1 Section of Diagnostic Sciences, Department of Clinical Medicine, Faculty of Health and Medical Sciences, Københavns Universitet2 unknown3 Department of Clinical Medicine, Department of Clinical Medicine, Faculty of Health and Medical Sciences, Københavns Universitet4 Department of Clinical Medicine, Department of Clinical Medicine, Faculty of Health and Medical Sciences, Københavns Universitet
This review outlines the pearls and pitfalls of calcitonin-gene related protein (CGRP) immunohistochemistry of the brain. PEARLS: In 1985, CGRP was first described in cerebral arteries using immunohistochemistry. Since then, cerebral CGRP (and, using novel antibodies, its receptor components) has been widely scrutinized. Here, we describe the distribution of cerebral CGRP and pay special attention to the surprising reliability of results over time. PITFALLS: Pitfalls might include a fixation procedure, antibody clone and dilution, and interpretation of results. Standardization of staining protocols and true quantitative methods are lacking. The use of computerized image analysis has led us to believe that our examination is objective. However, in the steps of performing such an analysis, we make subjective choices. By pointing out these pitfalls, we aim to further improve immunohistochemical quality.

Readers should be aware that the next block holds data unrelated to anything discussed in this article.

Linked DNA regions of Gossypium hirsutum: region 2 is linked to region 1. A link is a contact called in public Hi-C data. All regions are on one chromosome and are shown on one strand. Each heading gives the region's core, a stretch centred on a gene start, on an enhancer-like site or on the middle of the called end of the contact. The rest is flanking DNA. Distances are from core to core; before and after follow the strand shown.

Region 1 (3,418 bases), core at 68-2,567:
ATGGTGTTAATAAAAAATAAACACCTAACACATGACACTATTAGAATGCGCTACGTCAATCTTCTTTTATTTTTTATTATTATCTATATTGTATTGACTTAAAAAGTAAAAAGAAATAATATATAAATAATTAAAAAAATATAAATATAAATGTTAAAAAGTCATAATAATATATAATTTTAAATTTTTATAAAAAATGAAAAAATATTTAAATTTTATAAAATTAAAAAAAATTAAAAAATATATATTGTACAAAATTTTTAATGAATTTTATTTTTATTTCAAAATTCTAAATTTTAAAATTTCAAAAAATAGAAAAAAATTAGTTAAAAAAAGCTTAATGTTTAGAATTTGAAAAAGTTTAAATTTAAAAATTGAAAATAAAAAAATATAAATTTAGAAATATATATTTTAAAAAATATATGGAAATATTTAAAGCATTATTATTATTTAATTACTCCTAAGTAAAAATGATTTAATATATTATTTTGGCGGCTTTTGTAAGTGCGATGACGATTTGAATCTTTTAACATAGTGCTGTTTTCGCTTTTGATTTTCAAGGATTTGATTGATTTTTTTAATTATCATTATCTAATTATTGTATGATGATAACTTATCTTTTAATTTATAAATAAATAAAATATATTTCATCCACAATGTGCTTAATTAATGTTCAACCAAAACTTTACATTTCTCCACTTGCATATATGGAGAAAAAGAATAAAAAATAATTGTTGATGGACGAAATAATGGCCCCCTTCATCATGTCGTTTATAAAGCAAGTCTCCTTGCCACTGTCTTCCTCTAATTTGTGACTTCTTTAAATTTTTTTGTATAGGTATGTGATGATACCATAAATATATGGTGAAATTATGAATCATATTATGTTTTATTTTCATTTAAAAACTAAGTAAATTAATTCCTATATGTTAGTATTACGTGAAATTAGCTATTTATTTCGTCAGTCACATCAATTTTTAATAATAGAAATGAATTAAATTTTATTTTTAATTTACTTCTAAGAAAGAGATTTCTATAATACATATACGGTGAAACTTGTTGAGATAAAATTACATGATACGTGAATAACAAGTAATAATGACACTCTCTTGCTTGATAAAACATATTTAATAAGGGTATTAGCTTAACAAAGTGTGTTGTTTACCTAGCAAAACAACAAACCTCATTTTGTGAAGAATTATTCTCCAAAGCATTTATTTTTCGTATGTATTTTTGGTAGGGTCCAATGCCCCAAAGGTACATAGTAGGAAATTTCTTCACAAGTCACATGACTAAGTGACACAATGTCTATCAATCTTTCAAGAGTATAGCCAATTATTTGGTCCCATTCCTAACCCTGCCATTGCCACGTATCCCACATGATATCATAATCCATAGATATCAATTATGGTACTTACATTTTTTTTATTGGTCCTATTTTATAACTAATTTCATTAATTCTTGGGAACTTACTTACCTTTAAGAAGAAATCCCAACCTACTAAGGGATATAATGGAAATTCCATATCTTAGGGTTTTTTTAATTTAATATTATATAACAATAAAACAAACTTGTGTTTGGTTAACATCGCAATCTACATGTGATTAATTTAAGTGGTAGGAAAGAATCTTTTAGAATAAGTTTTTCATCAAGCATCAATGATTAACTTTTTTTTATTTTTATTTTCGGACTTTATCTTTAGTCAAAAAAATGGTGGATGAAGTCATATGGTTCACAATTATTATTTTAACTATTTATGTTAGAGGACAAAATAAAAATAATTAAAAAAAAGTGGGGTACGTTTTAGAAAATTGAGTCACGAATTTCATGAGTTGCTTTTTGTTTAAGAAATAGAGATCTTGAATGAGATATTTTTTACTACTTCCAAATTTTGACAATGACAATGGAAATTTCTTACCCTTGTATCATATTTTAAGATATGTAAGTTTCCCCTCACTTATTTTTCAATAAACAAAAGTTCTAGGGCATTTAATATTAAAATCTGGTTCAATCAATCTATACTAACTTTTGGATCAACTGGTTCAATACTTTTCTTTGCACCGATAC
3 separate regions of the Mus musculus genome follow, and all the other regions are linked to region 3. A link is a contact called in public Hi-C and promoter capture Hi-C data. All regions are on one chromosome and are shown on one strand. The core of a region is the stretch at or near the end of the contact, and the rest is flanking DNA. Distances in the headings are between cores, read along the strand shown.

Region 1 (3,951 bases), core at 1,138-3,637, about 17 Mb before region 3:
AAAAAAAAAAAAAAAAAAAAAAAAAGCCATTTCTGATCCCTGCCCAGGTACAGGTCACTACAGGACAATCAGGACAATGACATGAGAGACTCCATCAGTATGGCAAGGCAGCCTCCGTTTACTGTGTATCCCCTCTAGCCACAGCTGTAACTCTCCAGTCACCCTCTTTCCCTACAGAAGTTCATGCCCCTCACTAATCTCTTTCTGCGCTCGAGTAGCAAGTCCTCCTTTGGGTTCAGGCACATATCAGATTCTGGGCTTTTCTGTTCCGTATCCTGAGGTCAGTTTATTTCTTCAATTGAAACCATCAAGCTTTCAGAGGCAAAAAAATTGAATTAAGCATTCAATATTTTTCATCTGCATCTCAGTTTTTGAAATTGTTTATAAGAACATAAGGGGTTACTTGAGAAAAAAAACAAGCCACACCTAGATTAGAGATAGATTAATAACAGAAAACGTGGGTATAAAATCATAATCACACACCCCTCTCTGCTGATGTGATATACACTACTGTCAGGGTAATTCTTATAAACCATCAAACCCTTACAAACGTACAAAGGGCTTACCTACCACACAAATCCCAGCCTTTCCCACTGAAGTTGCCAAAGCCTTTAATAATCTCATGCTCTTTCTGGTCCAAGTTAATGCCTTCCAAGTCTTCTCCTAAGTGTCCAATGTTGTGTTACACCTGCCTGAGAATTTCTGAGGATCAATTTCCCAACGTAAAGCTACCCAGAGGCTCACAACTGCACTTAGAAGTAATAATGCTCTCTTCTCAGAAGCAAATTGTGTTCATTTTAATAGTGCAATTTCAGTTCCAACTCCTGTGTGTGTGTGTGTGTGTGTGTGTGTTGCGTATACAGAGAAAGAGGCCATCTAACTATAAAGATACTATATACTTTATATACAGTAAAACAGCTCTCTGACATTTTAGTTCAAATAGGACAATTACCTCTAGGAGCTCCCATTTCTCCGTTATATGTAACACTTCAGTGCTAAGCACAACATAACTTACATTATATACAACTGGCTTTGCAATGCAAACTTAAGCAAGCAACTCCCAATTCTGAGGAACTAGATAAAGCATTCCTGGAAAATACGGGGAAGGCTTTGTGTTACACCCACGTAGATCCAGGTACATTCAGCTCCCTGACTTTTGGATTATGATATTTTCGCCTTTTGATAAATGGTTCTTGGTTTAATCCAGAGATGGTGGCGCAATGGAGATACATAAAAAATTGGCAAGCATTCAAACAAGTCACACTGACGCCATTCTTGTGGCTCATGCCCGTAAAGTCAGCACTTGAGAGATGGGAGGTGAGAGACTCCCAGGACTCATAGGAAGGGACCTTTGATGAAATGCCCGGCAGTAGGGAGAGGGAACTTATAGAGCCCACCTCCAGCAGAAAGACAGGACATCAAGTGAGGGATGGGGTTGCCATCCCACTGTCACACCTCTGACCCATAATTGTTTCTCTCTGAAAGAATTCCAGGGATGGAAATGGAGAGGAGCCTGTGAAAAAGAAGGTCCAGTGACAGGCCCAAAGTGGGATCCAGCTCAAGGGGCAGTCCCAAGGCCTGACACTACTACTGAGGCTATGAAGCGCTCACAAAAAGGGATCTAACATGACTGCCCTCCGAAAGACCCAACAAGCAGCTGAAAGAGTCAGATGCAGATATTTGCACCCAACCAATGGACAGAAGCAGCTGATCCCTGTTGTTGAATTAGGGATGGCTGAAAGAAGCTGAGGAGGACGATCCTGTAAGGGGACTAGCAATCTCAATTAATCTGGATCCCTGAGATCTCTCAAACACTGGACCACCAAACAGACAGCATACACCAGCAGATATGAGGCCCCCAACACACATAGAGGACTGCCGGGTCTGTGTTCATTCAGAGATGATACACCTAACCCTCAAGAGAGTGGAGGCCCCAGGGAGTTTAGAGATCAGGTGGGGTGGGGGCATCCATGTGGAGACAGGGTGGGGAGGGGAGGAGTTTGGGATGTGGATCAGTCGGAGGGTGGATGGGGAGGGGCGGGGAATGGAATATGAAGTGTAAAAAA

Cephalalgia, 2013, Vol 33, Issue 8, p. 593-603
Animals; Artifacts; Brain; Calcitonin Gene-Related Peptide; Cerebral Arteries; Humans; Immunohistochemistry; Migraine Disorders; Reproducibility of Results; Sensitivity and Specificity; Staining and Labeling